The Global Engagement Funds are intended to support UCL academics collaborating with colleagues based in other countries. Last year, they enabled Professor Andrew Stahl of the UCL Slade School of Fine Art to bring several brilliant Thai artists to the UK for a fourth edition of Monologue/Dialogue. Curated by Professor Stahl, Monologue/Dialogue is an exhibition series alternating between Thailand and the UK. Originating from a British Council initiated and funded residency and exhibition in Bangkok, Professor Stahl has organised and participated in the project since 2006. The key focus of the project has been to celebrate transcultural conversations by bringing together artists mainly from Thailand and the UK but also from different parts of the world to install or construct work together, and develop existing contacts between UK and Thai universities and in some way to reflect on the transcultural nature of today’s discourse for artists.
This edition, ‘MD4: Mysticism and Insecurity’, took place in London’s Koppel Gallery in Baker Street. It involved 16 artists mainly from Thailand and the UK, but also from Singapore, Bangladesh, China and Japan.
In collaboration with Dr Kai Syng Tan (UCL Institute of Advanced Studies), an artist, curator, and researcher, Professor Stahl organised numerous events in the gallery including tours of the exhibition and discussions engaging the public, students and artists. The project received additional funding from the Royal Thai Embassy and was opened by his Excellency the Thai ambassador.
By ucyow3c, on 22 December 2017
Written by IOE Events
Next up in our ‘What if…’ debates series was the matter of the teaching profession: What if… we wanted to transform teaching as a career choice?. To address this question we had union and think tank representatives in the form of Mary Bousted and Jonathan Simons, and international perspectives from Professor Martin Mills of the University of Queensland (and incoming Director of the IOE’s new Centre for Research on Teachers and Teaching) and Lucy Crehan, author of Cleverlands.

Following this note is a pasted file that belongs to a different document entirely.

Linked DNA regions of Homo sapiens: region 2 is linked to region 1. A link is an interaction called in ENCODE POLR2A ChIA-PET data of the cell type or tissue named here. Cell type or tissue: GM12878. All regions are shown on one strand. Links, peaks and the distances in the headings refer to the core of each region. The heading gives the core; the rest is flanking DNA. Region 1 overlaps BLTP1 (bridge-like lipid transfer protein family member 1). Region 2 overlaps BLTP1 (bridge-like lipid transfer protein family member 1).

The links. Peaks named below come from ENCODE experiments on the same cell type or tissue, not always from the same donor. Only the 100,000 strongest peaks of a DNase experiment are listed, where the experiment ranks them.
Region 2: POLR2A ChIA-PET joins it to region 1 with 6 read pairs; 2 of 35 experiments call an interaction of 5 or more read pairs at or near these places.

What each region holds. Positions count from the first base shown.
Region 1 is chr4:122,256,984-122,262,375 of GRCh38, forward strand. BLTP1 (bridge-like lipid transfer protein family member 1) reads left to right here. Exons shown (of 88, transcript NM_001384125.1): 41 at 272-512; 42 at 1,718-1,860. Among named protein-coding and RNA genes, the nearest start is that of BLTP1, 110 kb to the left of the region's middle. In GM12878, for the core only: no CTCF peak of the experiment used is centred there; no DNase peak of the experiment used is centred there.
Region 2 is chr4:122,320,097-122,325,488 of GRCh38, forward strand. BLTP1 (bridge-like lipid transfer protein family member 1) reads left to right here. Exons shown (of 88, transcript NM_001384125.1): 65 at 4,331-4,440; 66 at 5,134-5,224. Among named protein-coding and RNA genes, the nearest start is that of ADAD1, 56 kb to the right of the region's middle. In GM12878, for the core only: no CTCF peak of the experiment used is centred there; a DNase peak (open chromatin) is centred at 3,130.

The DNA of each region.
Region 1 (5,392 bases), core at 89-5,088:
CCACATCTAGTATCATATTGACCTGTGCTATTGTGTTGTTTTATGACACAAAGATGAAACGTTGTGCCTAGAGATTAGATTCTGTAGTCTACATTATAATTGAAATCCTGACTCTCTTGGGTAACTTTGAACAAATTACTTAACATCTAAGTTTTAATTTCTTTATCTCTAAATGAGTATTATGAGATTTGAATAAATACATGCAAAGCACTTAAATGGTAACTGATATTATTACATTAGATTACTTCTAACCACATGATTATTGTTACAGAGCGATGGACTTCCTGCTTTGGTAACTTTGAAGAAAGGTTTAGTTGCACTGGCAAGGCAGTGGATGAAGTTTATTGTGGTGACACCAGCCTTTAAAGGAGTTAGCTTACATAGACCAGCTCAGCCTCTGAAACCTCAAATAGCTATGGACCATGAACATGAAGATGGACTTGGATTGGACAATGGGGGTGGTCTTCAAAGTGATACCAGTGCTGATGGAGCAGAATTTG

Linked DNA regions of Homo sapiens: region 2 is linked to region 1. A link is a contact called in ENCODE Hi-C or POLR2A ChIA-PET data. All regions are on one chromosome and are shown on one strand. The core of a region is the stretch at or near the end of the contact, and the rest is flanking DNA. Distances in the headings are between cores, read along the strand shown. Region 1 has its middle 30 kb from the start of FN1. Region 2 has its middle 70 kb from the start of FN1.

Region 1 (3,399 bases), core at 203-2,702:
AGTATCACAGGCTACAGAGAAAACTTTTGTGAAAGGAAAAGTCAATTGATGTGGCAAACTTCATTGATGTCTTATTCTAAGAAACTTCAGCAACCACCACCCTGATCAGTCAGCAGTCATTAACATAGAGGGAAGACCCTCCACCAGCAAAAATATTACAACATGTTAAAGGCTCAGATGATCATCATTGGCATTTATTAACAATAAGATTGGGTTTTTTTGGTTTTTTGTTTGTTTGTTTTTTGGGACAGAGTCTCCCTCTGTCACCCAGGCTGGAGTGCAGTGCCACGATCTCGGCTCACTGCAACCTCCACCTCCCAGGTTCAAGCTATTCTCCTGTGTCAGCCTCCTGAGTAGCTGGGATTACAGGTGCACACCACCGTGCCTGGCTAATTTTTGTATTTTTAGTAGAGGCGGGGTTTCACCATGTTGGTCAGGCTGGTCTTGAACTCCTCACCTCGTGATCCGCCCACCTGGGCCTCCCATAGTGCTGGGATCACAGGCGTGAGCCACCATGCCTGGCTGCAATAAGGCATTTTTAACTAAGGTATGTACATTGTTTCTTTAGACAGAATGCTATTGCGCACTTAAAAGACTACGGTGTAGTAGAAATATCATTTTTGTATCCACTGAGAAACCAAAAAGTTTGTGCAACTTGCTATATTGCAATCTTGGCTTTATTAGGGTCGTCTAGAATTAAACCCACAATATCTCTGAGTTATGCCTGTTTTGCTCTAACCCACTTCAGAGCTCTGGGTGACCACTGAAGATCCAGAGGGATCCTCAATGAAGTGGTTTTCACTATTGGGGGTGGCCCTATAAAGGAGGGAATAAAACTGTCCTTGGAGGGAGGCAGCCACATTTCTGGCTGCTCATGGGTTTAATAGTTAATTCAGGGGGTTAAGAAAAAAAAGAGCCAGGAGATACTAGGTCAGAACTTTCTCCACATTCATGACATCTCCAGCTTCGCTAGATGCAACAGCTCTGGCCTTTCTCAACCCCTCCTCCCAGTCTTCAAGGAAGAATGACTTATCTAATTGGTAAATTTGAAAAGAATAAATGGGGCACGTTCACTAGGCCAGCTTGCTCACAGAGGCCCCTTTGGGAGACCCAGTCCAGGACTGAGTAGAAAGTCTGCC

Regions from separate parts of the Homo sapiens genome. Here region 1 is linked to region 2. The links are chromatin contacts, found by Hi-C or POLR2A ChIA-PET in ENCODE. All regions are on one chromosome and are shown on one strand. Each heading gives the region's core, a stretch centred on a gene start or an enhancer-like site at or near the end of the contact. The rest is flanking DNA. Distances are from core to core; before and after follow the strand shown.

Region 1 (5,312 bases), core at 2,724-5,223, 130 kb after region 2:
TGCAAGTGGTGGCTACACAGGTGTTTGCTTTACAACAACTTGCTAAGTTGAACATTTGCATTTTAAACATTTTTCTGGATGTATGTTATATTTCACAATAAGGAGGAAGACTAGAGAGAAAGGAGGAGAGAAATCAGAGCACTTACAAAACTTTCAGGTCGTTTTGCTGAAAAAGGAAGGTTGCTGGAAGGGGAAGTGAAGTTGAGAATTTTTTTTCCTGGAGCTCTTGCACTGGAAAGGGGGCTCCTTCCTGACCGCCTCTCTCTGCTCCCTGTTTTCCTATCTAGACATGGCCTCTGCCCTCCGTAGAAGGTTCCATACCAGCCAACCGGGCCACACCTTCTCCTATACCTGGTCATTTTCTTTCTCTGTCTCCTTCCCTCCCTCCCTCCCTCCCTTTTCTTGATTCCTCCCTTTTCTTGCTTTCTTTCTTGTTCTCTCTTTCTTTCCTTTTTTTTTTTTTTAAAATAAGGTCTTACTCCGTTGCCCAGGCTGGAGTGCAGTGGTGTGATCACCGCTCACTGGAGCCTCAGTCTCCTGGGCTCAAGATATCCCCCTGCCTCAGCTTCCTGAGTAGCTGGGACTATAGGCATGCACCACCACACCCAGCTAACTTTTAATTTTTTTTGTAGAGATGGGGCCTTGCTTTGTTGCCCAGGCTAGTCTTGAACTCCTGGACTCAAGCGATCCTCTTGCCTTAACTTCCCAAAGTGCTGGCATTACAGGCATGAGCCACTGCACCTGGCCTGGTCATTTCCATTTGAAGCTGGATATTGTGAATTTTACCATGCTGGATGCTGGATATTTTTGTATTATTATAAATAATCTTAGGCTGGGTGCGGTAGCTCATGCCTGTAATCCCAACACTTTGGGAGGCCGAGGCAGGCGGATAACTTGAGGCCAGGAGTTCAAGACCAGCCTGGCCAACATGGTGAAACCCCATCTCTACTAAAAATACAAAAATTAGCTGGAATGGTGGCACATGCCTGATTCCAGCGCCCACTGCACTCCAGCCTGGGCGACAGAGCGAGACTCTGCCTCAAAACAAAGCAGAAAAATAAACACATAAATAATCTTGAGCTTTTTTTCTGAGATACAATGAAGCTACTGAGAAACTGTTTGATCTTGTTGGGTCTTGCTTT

That there is a pressing problem with recruitment to, and retention in, teaching has become all too evident. Recruitment targets for initial teacher training courses have now been missed for five years in a row, while head teachers have been increasingly vocal about the difficulties that they’re having in staffing their classrooms. Graduates and teachers are voting with their feet (many to become teaching assistants as it happens) and the alarm bells are ringing – and not to mark the end of the lesson.
It seems that we have no alternative but to think about alternatives. What might they be? Never mind those lists for Santa Claus, what should we be asking the Secretary of State for Education to put under the Christmas tree for teachers? Read the rest of this entry »
By ucyow3c, on 9 December 2017
Written by Dr Lilian Schofield (UCL Bartlett Development Planning Unit)
Contemporary urban studies, especially those in global cities often acknowledge the challenges in city planning and a variety of urban development problems that are associated with rapid urban growth. The city of São Paulo, Brazil, which is one of Latin America’s most developed urban agglomerations, is no exception.
The lecture by Nadia Somekh draws on 40 years of theory and practice, using the case of São Paulo’s Bixiga neighbourhood as an entry point to explore how a critical approach to urban planning practices can help city planners move towards a more inclusionary understanding of heritage management.